Apr 122018
 

At this moment in time we’d like to invite
First Class passengers only to board the aircraft.

Thank you for waiting. We now extend our invitation
to Exclusive, Superior, Privilege and Excelsior members,
followed by Triple, Double and Single Platinum members,
followed by Gold and Silver Card members,
followed by Pearl and Coral Club members.
Military personnel in uniform may also board at this time.

Thank you for waiting. We now invite
Bronze Alliance members and passengers enrolled
in our Rare Earth Metals Points and Reward Scheme
to come forward, and thank you for waiting.

Thank you for waiting. Accredited Beautiful People
may now board, plus any gentleman carrying a copy
of this month’s Cigar Aficionado magazine, plus subscribers
to our Red Diamond, Black Opal or Blue Garnet promotion.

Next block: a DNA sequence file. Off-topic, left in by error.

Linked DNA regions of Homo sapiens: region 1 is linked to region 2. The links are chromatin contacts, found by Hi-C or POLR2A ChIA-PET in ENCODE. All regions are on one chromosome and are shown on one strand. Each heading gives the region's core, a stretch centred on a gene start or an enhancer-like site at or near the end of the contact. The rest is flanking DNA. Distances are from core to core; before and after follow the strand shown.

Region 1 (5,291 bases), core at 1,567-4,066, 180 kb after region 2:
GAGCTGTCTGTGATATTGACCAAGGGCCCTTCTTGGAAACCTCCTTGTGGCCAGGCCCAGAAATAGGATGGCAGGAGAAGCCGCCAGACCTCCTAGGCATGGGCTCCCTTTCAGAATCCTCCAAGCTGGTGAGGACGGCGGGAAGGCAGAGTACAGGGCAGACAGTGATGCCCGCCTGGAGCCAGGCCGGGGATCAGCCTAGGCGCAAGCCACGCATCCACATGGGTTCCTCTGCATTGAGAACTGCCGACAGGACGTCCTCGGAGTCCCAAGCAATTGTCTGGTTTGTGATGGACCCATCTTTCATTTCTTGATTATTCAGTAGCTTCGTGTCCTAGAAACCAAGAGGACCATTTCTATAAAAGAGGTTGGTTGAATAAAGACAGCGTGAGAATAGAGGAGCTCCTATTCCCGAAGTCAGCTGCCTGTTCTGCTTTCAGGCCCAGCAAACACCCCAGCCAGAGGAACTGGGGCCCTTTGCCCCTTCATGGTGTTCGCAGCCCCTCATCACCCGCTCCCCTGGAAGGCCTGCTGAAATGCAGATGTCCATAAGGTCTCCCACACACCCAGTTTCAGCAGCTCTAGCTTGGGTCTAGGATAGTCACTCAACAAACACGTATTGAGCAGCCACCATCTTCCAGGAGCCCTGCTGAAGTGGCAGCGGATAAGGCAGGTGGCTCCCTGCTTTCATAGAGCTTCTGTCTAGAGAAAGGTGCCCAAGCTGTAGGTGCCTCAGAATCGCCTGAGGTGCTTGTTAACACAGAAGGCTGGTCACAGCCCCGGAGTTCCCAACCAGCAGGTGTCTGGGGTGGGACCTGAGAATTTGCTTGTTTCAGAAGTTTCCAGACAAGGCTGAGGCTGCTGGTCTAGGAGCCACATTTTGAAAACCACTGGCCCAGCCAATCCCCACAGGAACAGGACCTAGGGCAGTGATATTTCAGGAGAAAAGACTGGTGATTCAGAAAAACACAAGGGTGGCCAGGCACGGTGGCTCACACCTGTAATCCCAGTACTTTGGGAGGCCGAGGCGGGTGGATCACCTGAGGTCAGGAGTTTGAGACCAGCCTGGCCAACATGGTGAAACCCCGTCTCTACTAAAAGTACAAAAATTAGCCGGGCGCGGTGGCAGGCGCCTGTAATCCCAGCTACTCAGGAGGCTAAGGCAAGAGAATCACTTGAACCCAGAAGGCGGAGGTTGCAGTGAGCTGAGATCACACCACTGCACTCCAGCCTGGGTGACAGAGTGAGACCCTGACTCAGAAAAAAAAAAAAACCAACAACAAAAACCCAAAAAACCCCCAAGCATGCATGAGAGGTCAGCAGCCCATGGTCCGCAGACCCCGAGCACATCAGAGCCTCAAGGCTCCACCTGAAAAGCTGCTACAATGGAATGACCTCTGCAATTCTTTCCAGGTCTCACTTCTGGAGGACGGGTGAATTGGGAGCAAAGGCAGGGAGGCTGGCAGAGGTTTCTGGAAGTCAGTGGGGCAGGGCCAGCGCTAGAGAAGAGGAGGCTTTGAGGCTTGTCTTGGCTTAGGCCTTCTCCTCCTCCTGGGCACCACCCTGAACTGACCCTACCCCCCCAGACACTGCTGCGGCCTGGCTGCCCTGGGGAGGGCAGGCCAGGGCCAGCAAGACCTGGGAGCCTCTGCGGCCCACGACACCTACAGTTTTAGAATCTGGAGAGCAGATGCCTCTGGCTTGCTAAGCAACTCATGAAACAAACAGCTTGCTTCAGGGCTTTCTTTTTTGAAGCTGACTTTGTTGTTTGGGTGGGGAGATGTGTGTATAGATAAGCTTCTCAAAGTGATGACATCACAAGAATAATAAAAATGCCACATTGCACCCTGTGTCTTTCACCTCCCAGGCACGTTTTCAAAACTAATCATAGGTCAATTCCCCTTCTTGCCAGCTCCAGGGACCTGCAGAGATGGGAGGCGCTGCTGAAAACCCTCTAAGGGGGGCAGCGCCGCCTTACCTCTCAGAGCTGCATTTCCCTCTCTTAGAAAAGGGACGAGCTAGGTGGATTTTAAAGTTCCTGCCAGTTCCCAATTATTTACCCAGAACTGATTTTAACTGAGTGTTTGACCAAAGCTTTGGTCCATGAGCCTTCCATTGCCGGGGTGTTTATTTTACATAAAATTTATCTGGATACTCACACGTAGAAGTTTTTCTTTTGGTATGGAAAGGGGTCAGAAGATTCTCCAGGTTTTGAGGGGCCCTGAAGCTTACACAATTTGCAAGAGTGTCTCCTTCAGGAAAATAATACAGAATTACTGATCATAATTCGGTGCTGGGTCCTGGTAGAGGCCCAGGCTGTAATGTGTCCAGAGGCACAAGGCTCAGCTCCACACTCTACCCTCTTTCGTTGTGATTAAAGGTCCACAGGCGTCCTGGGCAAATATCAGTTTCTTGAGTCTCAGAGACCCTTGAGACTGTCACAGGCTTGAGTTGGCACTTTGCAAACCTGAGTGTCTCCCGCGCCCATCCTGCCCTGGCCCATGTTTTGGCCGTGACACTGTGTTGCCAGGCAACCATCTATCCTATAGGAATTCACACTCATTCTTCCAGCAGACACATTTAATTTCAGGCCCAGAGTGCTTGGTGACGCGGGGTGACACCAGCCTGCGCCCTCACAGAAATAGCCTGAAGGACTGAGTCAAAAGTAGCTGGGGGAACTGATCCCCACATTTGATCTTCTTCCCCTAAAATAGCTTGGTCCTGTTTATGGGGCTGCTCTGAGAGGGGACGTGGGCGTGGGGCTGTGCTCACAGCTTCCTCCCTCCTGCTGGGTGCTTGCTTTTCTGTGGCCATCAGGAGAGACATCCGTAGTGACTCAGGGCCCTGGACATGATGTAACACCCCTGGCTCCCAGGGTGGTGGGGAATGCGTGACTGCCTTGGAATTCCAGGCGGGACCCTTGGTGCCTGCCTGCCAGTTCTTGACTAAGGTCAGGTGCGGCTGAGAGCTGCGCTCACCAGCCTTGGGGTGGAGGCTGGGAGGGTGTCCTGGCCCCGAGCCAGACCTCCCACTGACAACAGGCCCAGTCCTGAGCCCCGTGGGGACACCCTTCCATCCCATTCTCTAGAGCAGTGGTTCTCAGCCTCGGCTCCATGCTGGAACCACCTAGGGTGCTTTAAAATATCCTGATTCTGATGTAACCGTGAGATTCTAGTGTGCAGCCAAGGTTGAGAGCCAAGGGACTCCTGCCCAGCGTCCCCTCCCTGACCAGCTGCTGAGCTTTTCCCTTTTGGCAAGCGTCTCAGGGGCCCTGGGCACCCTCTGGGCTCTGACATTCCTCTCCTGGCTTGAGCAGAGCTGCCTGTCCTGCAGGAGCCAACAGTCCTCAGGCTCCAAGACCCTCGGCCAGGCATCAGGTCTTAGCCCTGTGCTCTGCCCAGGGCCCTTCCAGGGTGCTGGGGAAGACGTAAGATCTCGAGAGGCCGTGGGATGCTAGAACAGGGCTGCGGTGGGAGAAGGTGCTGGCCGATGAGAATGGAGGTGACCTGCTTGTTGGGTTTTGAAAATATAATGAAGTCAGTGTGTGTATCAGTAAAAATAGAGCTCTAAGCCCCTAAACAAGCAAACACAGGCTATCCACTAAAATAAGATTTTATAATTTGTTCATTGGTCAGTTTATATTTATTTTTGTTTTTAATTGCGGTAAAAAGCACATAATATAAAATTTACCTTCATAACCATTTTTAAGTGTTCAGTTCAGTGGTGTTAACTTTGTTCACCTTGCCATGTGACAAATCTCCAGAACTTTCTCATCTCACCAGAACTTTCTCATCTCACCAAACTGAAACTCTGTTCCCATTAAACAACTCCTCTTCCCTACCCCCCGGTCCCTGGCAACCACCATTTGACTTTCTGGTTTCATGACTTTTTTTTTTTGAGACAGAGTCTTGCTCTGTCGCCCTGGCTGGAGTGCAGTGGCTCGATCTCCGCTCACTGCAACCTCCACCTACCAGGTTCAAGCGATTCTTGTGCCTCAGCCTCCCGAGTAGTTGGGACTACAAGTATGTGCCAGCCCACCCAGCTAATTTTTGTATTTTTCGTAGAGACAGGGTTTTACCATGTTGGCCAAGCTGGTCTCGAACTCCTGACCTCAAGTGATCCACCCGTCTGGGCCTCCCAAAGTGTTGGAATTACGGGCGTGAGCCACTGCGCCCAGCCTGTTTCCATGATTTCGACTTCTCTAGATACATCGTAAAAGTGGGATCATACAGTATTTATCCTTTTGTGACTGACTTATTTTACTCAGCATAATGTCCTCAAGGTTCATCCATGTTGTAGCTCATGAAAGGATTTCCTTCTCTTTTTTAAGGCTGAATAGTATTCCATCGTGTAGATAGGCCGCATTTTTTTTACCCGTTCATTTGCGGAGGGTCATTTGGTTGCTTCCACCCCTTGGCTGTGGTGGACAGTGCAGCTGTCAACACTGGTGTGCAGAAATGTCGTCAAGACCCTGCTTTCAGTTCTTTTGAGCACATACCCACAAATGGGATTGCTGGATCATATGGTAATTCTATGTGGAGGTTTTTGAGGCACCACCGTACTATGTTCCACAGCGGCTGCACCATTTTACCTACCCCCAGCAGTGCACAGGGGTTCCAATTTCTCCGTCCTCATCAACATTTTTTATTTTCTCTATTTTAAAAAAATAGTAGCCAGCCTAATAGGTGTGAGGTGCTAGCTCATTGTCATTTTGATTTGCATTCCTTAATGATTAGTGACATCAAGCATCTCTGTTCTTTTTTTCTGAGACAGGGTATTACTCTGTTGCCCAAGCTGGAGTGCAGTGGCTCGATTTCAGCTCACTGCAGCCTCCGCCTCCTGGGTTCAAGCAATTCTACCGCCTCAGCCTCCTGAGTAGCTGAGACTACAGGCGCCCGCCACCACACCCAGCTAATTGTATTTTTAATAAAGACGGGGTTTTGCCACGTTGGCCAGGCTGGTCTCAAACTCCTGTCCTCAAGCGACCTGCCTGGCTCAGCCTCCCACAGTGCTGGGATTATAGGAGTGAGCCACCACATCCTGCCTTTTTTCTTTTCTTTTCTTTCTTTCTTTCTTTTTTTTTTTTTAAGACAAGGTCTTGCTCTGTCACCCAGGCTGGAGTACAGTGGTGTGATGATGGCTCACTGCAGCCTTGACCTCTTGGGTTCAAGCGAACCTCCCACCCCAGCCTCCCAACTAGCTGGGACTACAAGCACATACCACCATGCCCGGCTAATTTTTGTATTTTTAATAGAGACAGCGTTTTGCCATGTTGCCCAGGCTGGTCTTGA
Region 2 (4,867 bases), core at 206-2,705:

We also welcome Sapphire, Ruby and Emerald members
at this time, followed by Amethyst, Onyx, Obsidian, Jet,
Topaz, and Quartz members. Priority Lane customers,
Fast Track customers, Chosen Elite customers,
Preferred Access customers, and First Among Equals customers
may also now board.

On production of a valid receipt travelers of elegance and style
wearing designer and/or hand-tailored clothing
to a minimum value of ten thousand U.S. dollars may now board;
passengers in possession of items of jewelry
(including wristwatches) with a retail purchase price
greater than the average annual salary
of a mid-career high school teacher are also welcome to board.
Also welcome at this time are passengers talking loudly
into cellphone headsets about recently completed share deals,
property acquisitions, and aggressive takeovers,
plus hedge fund managers with proven track records
in the undermining of small-to-medium-sized ambitions.
Passengers in classes Loam, Chalk, Marl, and Clay
may also board. Customers who have purchased